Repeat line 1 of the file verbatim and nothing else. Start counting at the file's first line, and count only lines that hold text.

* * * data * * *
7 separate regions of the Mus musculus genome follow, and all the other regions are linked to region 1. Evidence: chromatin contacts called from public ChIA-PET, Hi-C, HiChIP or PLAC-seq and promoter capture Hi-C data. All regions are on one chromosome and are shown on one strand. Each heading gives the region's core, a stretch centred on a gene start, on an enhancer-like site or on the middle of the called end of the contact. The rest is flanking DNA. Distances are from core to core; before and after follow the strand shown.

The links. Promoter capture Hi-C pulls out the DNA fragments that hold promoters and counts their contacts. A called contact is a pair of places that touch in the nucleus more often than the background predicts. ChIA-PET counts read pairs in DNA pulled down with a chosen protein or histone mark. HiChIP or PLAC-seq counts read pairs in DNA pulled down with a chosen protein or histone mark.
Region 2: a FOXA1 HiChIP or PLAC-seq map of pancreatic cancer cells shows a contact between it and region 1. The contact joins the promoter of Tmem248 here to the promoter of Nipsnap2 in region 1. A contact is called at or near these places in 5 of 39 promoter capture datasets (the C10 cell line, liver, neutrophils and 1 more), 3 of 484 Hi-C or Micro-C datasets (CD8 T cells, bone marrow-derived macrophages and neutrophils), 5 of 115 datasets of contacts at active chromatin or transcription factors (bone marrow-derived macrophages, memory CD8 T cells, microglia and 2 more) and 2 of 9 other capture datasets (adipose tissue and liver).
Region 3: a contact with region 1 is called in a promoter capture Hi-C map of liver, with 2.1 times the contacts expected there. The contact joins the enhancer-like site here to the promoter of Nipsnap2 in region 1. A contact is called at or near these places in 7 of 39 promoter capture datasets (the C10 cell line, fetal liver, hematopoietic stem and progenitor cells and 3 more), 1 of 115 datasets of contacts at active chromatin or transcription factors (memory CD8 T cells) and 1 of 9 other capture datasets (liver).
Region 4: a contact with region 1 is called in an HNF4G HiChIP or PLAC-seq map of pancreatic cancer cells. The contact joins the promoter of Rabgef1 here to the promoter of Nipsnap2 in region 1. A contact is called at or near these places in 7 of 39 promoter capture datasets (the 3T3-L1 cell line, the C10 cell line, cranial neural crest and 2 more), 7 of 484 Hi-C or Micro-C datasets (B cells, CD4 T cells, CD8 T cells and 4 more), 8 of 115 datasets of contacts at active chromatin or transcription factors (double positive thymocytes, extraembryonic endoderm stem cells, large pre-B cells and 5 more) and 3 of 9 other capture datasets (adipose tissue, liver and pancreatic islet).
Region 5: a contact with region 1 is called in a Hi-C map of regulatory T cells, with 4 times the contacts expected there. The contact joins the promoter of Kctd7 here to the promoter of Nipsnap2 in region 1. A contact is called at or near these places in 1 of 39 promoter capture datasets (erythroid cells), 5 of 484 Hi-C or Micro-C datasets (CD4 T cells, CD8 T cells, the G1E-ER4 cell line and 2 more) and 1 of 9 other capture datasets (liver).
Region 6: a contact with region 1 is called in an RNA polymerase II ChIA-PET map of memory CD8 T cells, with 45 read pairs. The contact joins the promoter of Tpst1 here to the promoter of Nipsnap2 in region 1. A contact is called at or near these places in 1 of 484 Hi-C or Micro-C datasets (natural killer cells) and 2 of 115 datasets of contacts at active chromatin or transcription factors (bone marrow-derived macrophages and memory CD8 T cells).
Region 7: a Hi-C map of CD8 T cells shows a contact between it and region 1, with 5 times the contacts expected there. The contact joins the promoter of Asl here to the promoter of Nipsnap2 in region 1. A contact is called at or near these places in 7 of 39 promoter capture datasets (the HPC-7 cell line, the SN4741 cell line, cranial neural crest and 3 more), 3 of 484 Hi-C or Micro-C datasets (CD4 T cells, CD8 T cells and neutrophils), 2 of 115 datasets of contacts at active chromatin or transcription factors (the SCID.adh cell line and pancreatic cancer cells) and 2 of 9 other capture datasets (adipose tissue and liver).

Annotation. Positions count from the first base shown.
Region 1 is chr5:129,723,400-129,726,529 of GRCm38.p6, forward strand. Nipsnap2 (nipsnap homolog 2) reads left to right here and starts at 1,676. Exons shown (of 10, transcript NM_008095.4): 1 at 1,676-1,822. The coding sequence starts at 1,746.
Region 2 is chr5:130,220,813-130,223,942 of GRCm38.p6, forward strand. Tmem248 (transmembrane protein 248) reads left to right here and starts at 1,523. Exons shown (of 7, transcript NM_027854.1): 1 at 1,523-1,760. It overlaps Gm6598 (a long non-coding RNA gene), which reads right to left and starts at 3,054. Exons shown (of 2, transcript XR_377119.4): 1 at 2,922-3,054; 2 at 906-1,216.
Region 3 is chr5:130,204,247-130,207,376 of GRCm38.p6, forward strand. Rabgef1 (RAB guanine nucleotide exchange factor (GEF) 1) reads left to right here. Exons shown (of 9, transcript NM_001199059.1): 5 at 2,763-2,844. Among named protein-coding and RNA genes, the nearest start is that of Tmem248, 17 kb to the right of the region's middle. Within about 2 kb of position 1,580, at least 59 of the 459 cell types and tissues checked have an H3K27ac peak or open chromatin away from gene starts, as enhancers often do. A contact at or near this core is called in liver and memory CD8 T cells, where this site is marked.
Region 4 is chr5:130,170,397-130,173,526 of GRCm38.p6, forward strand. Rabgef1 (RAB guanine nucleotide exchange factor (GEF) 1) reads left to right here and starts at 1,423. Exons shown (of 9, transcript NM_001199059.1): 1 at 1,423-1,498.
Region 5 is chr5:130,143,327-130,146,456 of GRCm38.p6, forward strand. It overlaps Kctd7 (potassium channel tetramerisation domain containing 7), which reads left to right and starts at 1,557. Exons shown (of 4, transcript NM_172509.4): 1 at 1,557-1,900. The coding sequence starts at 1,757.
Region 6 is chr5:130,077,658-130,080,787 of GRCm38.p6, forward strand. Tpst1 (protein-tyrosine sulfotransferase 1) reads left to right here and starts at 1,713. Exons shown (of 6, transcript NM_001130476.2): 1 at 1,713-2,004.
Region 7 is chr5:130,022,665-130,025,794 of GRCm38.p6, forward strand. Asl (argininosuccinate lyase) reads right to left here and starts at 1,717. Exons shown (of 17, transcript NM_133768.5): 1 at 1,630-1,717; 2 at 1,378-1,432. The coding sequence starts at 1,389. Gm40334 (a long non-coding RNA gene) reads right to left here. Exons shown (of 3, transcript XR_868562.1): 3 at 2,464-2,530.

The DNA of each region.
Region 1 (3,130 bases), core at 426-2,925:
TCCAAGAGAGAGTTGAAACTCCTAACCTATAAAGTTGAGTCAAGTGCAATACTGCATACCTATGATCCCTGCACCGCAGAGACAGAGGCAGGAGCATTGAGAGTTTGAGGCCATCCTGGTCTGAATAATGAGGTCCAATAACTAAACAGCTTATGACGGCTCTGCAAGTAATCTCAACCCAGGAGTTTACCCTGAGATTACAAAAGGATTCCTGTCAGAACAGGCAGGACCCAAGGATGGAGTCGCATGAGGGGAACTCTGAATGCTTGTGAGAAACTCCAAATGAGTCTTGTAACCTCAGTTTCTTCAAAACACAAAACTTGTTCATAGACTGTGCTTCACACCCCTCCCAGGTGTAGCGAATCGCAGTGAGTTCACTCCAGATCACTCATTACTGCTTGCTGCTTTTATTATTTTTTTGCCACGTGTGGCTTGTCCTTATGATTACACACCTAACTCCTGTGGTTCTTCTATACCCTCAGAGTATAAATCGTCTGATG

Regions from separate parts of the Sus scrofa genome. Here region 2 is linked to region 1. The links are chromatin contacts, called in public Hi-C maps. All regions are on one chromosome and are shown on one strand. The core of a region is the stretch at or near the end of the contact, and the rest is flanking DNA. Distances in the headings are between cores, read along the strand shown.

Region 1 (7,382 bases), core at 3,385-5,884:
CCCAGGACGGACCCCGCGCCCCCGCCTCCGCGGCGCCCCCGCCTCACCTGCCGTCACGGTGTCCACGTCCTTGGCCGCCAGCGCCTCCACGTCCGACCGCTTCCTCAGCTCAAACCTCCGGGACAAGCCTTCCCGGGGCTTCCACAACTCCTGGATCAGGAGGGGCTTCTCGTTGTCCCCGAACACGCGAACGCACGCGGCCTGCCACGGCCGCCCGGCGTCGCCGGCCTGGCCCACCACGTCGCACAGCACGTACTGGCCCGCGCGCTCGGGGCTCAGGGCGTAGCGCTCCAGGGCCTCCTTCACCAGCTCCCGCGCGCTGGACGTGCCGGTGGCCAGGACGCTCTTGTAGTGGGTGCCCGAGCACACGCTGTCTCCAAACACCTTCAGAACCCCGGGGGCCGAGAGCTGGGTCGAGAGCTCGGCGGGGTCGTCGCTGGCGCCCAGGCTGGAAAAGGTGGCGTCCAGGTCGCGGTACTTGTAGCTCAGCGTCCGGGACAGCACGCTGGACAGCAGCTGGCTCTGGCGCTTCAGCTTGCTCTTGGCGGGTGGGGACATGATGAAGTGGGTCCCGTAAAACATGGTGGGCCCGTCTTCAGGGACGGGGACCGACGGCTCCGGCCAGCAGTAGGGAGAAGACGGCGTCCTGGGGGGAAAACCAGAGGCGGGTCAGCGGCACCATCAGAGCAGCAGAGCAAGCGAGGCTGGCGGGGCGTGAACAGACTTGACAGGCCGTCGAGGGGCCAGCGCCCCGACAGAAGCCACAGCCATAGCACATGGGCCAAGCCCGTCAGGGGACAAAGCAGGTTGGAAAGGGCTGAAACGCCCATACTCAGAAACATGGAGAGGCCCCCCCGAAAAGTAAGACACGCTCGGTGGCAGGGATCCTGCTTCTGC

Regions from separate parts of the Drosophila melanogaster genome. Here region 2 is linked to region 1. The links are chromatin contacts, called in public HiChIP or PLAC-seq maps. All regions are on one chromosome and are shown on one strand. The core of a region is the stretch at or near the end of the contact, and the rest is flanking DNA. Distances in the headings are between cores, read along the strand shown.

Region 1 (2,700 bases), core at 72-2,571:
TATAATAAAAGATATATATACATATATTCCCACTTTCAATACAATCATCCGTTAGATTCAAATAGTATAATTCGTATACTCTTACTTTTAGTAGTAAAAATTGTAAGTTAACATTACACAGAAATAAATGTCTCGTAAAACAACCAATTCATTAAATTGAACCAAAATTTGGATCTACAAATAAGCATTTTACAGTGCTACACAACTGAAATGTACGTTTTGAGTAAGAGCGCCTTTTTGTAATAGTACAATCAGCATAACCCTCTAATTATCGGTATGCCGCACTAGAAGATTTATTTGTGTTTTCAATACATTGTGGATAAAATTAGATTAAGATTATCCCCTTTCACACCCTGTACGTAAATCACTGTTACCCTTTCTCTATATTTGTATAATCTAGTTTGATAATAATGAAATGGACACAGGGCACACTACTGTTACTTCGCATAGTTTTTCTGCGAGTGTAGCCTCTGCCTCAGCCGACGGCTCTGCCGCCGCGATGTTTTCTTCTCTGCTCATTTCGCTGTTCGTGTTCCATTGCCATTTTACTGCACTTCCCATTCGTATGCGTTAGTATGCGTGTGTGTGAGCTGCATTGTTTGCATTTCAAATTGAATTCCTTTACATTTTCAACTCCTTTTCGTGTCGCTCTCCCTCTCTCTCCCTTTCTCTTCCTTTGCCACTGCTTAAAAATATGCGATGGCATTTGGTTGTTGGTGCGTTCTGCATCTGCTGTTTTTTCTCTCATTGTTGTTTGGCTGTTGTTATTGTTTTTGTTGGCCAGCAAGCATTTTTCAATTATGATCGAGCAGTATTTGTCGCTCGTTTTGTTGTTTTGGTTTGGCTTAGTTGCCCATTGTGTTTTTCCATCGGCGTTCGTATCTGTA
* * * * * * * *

7 separate regions of the Mus musculus genome follow, and all the other regions are linked to region 1. Evidence: chromatin contacts called from public ChIA-PET, Hi-C, HiChIP or PLAC-seq and promoter capture Hi-C data. All regions are on one chromosome and are shown on one strand. Each heading gives the region's core, a stretch centred on a gene start, on an enhancer-like site or on the middle of the called end of the contact. The rest is flanking DNA. Distances are from core to core; before and after follow the strand shown.